Archives For Hermeneutics

John 10:10 says “the thief comes only to steal, kill, and destroy”. Most presume that “the thief” refers to the devil. But does it?

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How ought we read the Bible?

Scott Smith —  November 21, 2012 — 4 Comments



(This is an introduction to a Sunday School class on the topic. More posts will follow addressing individual passages.)

Reading For Understanding

Four score and seven years ago our fathers brought forth on this continent a new nation, conceived in liberty, and dedicated to the proposition that all men are created equal…

You likely recognize this sentence as the opening to the Gettysburg Address, given by Lincoln in 1863. Some questions I asked in class:

  • Is that statement true?
  • Is it literally true?
  • Is it true for us?

Here’s what I’m driving at. Our nation was not founded 87 years ago. It was not founded by my father, or yours, or Lincoln’s for that matter. And can nations be conceived? That sounds like a complicated pregnancy. And – “all men are created equal” – what do you mean by men? What do you mean by created? And equal in what sense?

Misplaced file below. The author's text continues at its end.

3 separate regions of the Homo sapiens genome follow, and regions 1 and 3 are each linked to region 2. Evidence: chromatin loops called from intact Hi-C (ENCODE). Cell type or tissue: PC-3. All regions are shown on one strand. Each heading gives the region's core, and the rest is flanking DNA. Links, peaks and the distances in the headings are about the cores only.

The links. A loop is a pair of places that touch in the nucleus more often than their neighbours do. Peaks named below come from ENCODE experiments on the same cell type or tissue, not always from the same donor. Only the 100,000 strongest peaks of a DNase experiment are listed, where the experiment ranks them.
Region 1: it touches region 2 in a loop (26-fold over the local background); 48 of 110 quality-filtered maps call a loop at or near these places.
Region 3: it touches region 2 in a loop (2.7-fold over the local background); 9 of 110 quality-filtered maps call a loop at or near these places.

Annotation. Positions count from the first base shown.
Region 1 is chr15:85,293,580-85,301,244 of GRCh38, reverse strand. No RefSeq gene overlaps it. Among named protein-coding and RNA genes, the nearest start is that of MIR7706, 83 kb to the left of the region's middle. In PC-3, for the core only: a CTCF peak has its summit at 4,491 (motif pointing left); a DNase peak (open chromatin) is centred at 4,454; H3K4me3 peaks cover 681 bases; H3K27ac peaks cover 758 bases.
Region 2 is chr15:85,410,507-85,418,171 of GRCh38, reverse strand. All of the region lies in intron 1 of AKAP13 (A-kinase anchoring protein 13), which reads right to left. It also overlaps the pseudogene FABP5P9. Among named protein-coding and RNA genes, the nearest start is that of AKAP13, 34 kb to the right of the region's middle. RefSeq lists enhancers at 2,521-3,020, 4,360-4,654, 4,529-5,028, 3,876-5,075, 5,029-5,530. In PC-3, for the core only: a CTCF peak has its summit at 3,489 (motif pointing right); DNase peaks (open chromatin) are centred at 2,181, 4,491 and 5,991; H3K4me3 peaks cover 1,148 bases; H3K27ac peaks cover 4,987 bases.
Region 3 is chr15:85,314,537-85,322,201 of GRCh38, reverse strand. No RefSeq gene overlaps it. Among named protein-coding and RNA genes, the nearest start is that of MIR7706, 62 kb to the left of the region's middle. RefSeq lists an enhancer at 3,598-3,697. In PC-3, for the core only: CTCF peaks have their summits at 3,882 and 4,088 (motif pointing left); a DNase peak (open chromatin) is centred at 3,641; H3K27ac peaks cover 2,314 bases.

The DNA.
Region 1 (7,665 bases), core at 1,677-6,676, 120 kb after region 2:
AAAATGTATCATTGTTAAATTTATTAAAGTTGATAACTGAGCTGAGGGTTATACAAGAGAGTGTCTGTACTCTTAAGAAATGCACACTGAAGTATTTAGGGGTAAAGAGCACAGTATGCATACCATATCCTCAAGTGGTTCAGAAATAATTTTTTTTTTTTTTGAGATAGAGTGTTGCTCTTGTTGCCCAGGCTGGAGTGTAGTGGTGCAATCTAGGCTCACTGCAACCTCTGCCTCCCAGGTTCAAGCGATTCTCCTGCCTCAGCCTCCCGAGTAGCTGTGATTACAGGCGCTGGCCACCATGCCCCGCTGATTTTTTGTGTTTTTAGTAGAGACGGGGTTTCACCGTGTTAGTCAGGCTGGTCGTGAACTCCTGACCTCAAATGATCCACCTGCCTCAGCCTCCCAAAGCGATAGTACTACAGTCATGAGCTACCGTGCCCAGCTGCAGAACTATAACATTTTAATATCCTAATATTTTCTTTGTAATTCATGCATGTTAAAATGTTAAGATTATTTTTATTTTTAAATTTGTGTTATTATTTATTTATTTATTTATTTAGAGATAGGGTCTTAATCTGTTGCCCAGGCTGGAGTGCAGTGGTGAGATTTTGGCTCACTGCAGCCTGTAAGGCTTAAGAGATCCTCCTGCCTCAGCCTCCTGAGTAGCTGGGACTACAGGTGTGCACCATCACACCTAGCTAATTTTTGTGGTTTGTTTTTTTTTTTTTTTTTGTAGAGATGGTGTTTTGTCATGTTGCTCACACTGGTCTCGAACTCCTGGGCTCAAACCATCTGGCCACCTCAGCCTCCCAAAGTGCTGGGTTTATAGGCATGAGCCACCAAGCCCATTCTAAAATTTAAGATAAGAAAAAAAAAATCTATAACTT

Here’s the thing: Language is important. That makes it incredibly important that we do our part to understand it correctly.

Whenever we look at a historical document, we are reading someone else’s mail. That does not mean that it loses any value, but it does mean that we need to read it differently than if we were reading our own.

Some people call the Bible things like “God’s love letter to us” or “basic instructions before leaving earth”.  These are nice sentiments I suppose, but they are hugely inaccurate. The Bible is the means by which God has spoken to humanity for all time. For us to understand it properly, we must understand the principles of reading someone else’s mail. Continue Reading…